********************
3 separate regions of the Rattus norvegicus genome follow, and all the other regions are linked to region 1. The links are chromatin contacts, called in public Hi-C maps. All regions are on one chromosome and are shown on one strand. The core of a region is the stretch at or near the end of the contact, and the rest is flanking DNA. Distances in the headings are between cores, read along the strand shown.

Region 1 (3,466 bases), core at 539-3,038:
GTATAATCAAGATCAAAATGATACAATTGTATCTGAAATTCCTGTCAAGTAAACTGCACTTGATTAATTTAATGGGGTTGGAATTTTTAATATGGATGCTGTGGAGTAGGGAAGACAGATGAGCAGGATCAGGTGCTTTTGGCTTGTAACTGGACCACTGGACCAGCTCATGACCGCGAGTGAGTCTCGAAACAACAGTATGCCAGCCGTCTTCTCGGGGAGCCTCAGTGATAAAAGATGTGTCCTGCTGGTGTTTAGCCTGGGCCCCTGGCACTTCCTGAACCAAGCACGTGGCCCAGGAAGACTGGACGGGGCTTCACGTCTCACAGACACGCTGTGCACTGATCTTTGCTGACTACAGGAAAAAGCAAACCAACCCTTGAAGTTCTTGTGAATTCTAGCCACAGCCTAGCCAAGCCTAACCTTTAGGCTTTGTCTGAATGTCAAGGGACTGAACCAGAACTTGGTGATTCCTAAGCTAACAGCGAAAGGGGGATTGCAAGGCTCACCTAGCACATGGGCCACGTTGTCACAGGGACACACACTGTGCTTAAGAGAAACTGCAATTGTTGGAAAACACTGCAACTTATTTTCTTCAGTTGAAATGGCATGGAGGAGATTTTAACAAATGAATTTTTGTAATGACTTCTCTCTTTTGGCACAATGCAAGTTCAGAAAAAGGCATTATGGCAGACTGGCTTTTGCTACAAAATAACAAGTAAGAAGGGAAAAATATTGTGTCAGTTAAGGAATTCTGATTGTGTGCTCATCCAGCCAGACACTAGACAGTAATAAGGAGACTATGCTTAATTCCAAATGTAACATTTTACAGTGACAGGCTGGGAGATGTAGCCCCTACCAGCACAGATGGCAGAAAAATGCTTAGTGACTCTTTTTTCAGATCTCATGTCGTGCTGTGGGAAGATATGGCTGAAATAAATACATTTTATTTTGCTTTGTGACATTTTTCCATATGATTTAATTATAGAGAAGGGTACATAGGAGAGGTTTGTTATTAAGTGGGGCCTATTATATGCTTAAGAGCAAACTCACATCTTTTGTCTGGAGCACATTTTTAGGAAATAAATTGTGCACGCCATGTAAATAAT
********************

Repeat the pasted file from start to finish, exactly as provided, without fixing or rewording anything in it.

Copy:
3 separate regions of the Rattus norvegicus genome follow, and all the other regions are linked to region 1. The links are chromatin contacts, called in public Hi-C maps. All regions are on one chromosome and are shown on one strand. The core of a region is the stretch at or near the end of the contact, and the rest is flanking DNA. Distances in the headings are between cores, read along the strand shown.

Region 1 (3,466 bases), core at 539-3,038:
GTATAATCAAGATCAAAATGATACAATTGTATCTGAAATTCCTGTCAAGTAAACTGCACTTGATTAATTTAATGGGGTTGGAATTTTTAATATGGATGCTGTGGAGTAGGGAAGACAGATGAGCAGGATCAGGTGCTTTTGGCTTGTAACTGGACCACTGGACCAGCTCATGACCGCGAGTGAGTCTCGAAACAACAGTATGCCAGCCGTCTTCTCGGGGAGCCTCAGTGATAAAAGATGTGTCCTGCTGGTGTTTAGCCTGGGCCCCTGGCACTTCCTGAACCAAGCACGTGGCCCAGGAAGACTGGACGGGGCTTCACGTCTCACAGACACGCTGTGCACTGATCTTTGCTGACTACAGGAAAAAGCAAACCAACCCTTGAAGTTCTTGTGAATTCTAGCCACAGCCTAGCCAAGCCTAACCTTTAGGCTTTGTCTGAATGTCAAGGGACTGAACCAGAACTTGGTGATTCCTAAGCTAACAGCGAAAGGGGGATTGCAAGGCTCACCTAGCACATGGGCCACGTTGTCACAGGGACACACACTGTGCTTAAGAGAAACTGCAATTGTTGGAAAACACTGCAACTTATTTTCTTCAGTTGAAATGGCATGGAGGAGATTTTAACAAATGAATTTTTGTAATGACTTCTCTCTTTTGGCACAATGCAAGTTCAGAAAAAGGCATTATGGCAGACTGGCTTTTGCTACAAAATAACAAGTAAGAAGGGAAAAATATTGTGTCAGTTAAGGAATTCTGATTGTGTGCTCATCCAGCCAGACACTAGACAGTAATAAGGAGACTATGCTTAATTCCAAATGTAACATTTTACAGTGACAGGCTGGGAGATGTAGCCCCTACCAGCACAGATGGCAGAAAAATGCTTAGTGACTCTTTTTTCAGATCTCATGTCGTGCTGTGGGAAGATATGGCTGAAATAAATACATTTTATTTTGCTTTGTGACATTTTTCCATATGATTTAATTATAGAGAAGGGTACATAGGAGAGGTTTGTTATTAAGTGGGGCCTATTATATGCTTAAGAGCAAACTCACATCTTTTGTCTGGAGCACATTTTTAGGAAATAAATTGTGCACGCCATGTAAATAAT